- Shopping Bag ( 0 items )
She turned to face the intruders squarely. It would not do to show them any fear, she reasoned. Remembering her proud heritage, she wrapped her noble status around herself as though it were a cedar cloak and straightened her spine.
Surprised, she saw that one of the men had hair the color of dried summer grass. What manner of Indian is this? She wondered. As the unknown canoe came closer, Haina saw that the man had dark stubble of beard on is face. He's not clean-cheeked like a man should be, she marveled. Every man she knew plucked his beard hairs. How strange he looks, she thought.
But no sign of her thoughts showed on her beautiful, set face. She waited until the men in the war canoe pulled alongside her much smaller craft. Hands reached out and grasped the gunwales of her canoe and effectively locked the bouncing crafts together.
Haina felt anger rise at such brazen disregard of her status. These men had no right to touch her canoe!
Dressed in ordinary brown cedar kutsacks denoting their commoner status, all eight young men were staring at Haina. That they were commoners caused her fears to recede. Commoners would not dare harm a noblewoman, she thought.
"I presume you have a reason for daring to interfere with my fishing." she inquired frigidly of the stubble-cheeked man sitting in the bow.
Dark blond hair fell to his broad shoulders. A twisted cedar rope headband encircled his forehead. He had a wide, tanned chest. His curling blond chest hair was half-hidden by a bearskin robe tied at one shoulder.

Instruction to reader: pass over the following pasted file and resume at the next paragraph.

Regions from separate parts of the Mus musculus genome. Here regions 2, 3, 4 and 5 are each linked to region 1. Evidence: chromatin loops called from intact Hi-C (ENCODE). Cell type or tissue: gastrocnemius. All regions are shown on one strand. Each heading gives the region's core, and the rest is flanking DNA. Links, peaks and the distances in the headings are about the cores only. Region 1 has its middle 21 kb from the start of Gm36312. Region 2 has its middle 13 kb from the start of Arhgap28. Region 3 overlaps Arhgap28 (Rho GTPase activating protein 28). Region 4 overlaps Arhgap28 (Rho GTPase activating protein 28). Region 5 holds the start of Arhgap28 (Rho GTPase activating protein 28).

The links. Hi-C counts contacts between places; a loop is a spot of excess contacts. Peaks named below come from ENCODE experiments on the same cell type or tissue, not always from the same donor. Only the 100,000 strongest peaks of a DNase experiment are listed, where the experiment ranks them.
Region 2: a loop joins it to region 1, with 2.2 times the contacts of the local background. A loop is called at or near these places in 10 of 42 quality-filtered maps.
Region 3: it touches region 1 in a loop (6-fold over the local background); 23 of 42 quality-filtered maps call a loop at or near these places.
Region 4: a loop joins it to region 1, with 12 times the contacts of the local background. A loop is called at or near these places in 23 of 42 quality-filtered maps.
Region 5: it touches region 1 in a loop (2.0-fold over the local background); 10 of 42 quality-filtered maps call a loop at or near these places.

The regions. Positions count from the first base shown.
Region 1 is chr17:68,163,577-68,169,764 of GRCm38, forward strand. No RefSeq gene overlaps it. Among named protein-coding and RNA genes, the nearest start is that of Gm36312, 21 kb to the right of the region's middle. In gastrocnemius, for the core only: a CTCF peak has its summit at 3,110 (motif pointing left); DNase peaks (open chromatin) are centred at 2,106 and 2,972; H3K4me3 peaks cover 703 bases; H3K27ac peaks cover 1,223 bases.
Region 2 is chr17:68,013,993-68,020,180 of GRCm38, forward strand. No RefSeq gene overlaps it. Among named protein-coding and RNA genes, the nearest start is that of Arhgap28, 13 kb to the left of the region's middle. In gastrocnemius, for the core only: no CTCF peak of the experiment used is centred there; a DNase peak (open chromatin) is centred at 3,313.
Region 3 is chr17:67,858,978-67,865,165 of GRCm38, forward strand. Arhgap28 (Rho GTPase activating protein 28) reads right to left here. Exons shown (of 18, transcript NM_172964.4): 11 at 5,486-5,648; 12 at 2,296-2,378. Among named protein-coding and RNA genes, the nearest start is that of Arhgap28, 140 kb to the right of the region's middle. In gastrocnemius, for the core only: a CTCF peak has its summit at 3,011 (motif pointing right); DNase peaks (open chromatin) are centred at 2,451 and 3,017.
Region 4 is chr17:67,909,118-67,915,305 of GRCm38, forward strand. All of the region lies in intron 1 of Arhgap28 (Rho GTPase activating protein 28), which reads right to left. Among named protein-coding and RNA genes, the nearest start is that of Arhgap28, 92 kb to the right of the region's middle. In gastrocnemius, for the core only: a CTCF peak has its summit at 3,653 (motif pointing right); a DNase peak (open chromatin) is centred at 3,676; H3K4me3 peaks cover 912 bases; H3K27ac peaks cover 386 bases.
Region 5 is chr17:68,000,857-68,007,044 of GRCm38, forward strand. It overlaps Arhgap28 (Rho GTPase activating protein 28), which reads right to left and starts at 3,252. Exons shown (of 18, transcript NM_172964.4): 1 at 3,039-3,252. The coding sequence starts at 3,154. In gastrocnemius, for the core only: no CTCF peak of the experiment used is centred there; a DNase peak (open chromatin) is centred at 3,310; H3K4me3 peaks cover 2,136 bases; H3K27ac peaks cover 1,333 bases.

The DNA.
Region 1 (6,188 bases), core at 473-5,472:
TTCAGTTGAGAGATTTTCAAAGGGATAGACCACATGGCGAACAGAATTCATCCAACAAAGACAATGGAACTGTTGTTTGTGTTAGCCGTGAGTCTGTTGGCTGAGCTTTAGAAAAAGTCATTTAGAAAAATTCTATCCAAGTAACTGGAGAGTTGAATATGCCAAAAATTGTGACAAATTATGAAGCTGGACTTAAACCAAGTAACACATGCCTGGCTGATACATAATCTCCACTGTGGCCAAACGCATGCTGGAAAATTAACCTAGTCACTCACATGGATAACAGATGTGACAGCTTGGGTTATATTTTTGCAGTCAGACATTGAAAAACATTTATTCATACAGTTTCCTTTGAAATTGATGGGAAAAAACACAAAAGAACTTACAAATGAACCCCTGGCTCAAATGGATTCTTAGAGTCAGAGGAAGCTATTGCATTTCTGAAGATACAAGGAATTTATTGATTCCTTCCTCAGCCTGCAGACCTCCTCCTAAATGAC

Why, he's like a bear himself with all that blond fur on him, she thought. She stared at his hairy arms, too.
And his eyes! Eyes the color ofthe summer sea, were set in a handsome, ruggedly carved face. Those green eyes sent a shiver of warmth through Haina when she gazed into their crystalline depths. Haina stared. She had never seen eyes of such entrancing color.
Cool now, those eyes ranged assessingly over Haina's delicate features. Then, apparently liking what he saw, the stranger had the audacity to give her a lazy grin.
Haina, irritated at his slow perusal, and distracted by his strangeness, dragged her thought back to what she had said. When only silence was forthcoming, she said in a louder voice, "Take your hands off my dugout."
To her dismay, she heard soft chuckles form the men in the war canoe. The leader still wore that same infuriating smile. Haina could feel her notorious temper starting to ride again. Heart beating rapidly with fear and excitement, she picked up her pointed canoe paddle and looked down at the strong, brown knuckles still holder her boat captive. Blond hair sprouted on the back of his tanned hand. Even his hands were hairy!
The she remembered. Her parents had spoken of white men, mumutly, on the west coast. This man, then, must be one of the mumutly. But what was he doing with Indians?
"Leave my canoe alone," she managed. "I am a noblewoman. I will not be threatened by you commoners!"
The men chuckled at her words. Insolent, she thought. They are very insolent.